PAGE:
Utah Dept of Alcoholic Beverage Control
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Special Event Permits

Events where NO PERMIT is required


If an event is truly private, not open to the general public, and the alcohol is furnished by the host without charge to those attending, then no alcohol permit is required.

To qualify for this exception to obtaining a permit, you must be hosting a specific social, business or recreational event where:

  • The event is being held in a private home, room, area, hall, or building which is either owned or has been leased or rented in advance for a private party.
  • The event is limited in attendance to people who have been specifically designated and their guests.
  • The alcoholic beverages are furnished without charge.

Perhaps the best example of the "private event" is a wedding where those attending have been specifically invited, are on a guest list, and the host provides the alcohol at no charge to the wedding guests.

You may hold a private event for a single day or several days. There are no set hours for alcohol service. You may serve any liquor, wine or beer at the event as long as it has been properly purchased in Utah. Metering alcohol is not required and bartenders do not have to be certified, though you may choose to do so.

SERVE ALCOHOL RESPONSIBLY - You will want to take precautions to ensure that no one under 21 years of age is served alcohol at your private event as you are liable for serving someone who you knew or should have known was under the age of 21. Also, if you allow anyone to become intoxicated and that person injures or causes damage to another person, you may be liable and be sued under the Dram Shop laws.

NO KEGS ALLOWED! - The keg laws prohibit anyone, other than licensed or permitted beer retailers, from being in possession of beer in containers larger than two liters. It also prohibits beer distributors or wholesalers from selling keg beer to anyone other than a licensed or permitted beer retailer. Any beer served at your private event must be purchased at retail stores in bottles or cans.


If you hold your event on a DABC licensed premise, you do not need a separate permit to have alcohol served to your guests. This may be done three ways:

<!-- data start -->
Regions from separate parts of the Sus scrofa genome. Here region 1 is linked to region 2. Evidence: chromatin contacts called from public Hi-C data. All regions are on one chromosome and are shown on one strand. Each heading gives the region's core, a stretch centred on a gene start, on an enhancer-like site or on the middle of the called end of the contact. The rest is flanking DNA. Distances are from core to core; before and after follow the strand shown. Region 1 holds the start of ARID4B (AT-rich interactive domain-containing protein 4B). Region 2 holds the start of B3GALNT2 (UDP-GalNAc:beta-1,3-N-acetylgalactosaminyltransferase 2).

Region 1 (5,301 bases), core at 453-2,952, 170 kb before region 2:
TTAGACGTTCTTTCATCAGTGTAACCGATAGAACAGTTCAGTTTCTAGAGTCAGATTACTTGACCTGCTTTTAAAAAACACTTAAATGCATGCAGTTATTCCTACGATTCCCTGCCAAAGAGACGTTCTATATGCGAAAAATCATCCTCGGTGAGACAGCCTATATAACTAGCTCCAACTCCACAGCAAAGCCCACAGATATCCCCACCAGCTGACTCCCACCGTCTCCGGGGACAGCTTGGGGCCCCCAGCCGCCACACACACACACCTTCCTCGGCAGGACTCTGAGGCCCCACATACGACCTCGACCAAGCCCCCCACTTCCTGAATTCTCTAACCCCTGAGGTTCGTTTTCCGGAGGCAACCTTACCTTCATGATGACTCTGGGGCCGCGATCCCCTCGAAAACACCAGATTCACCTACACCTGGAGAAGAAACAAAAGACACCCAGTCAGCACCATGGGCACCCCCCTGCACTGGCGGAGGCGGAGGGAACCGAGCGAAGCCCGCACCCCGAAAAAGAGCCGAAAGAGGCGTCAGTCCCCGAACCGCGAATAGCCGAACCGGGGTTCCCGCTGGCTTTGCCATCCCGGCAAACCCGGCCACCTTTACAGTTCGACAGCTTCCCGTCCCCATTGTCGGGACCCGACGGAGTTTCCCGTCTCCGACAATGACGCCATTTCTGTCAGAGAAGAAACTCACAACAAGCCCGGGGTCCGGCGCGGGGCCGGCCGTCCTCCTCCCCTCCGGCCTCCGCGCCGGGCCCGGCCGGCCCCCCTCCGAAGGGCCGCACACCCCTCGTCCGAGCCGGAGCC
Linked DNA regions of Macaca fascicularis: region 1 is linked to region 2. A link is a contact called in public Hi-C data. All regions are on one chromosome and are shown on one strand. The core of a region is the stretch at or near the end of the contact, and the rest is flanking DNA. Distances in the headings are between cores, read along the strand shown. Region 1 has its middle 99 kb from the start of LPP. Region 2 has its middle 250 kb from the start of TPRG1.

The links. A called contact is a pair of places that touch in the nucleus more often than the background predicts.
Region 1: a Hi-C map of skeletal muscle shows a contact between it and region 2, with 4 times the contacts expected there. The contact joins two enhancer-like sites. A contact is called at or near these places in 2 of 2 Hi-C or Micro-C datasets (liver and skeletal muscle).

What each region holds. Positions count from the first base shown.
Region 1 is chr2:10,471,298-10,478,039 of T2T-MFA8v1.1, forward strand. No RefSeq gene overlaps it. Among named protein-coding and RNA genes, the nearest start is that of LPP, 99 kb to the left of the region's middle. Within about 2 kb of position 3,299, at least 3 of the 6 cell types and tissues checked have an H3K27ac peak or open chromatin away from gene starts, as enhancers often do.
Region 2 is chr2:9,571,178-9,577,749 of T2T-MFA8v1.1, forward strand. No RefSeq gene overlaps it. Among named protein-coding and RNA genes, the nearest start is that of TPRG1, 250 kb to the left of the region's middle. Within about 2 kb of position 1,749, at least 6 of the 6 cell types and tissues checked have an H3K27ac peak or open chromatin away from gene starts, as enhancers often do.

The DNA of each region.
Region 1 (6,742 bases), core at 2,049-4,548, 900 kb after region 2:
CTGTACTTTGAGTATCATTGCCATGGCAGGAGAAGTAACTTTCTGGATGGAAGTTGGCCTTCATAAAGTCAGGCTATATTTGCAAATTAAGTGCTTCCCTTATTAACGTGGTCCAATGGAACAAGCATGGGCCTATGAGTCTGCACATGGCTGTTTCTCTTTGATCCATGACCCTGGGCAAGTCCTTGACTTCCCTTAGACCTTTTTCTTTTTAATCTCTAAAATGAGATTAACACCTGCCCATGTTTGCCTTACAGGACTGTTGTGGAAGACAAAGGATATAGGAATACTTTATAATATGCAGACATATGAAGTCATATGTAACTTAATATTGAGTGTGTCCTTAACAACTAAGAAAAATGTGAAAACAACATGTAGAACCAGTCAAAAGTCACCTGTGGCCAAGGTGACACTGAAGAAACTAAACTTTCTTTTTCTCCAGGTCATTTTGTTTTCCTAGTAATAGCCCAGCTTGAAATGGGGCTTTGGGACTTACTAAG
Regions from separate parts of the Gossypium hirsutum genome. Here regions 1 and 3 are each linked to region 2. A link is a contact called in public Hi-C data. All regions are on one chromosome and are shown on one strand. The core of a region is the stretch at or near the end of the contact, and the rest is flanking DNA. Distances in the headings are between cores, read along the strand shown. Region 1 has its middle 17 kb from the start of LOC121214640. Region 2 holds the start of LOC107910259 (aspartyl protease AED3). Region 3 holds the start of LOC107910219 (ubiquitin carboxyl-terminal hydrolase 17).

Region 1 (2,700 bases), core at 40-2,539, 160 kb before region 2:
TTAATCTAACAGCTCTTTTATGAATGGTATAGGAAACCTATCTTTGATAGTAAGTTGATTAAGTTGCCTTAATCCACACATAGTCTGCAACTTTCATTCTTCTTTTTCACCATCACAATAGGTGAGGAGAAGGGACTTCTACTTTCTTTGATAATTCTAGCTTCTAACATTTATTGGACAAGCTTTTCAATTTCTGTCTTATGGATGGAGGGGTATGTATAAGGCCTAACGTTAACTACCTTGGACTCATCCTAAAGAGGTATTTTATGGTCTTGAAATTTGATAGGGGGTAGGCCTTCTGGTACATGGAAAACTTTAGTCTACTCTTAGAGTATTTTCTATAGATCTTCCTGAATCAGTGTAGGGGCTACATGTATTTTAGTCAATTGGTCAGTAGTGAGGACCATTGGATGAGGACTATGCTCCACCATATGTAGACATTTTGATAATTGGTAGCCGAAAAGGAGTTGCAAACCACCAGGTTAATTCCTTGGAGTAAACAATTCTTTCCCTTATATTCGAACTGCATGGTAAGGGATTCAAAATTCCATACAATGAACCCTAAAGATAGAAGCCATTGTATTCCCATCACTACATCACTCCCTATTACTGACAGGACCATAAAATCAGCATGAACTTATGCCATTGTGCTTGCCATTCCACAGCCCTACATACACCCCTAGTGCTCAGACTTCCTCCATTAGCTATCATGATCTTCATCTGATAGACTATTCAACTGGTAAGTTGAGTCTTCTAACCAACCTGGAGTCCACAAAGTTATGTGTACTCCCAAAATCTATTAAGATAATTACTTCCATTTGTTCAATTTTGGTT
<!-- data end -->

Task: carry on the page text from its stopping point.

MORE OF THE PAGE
1. Private events may be held at a hotel, convention center, resort, sports center, or reception center that holds a banquet or reception center license. Alcoholic beverages may be paid for by your guests, or you may run a tab for the entire group and pay for the alcoholic beverages as per your contract with them.
  2. Private events may be held at a licensed restaurant or bar where the licensee provides the alcohol. The drinks may be paid for by your guests or you may run a tab for the entire group and pay for the drinks at the end of the evening. However, under this method, all laws relating to the manner of alcohol service in a restaurant or bar must be strictly followed. For instance, patrons at a restaurant must be seated at a table and alcohol served only with an order of food. Similarly, all laws relating to bars would apply, including those restricting any minor from being in a bar or in the bar area of a fraternal or equity club.
  3. Events may also, at the discretion of the licensed establishment, be rented for private parties as discussed previously, but the room or the premises must not be open to the public. Bars still cannot have minors on the premises even if rented privately and all laws pertaining to hours of service still apply for all restaurants and bars.


IF YOUR EVENT IS PRIVATE BUT ALCOHOL IS STILL SOLD - including indirect sales of alcohol, a permit will still be required. Examples of an indirect sale of alcohol include charging an admission fee, donations requested, or tickets sold to the event etc. Then a permit will still be required, even if it is not open to the general public.

IF THE GENERAL PUBLIC IS INVITED - The General public includes anyone drawn from the general public by word of mouth, advertisements, signing up on social media, magazines, newspapers, tickets given from a radio show, tickets given out from targeted ads or tickets randomly passed out on the street etc. These, and other similar scenarios are all considered publicly invited events and a permit will be required.

ALSO, THESE SITUATIONS - Paying customers who go to service businesses i.e. hair salons, spas automotive repair shops etc. Alcohol cannot legally be served there. Places such as an art gallery stroll or condo sales promotions etc. are not private and cannot sell (without a permit) or ever give alcohol away for free to the public. If you have questions, call DABC.


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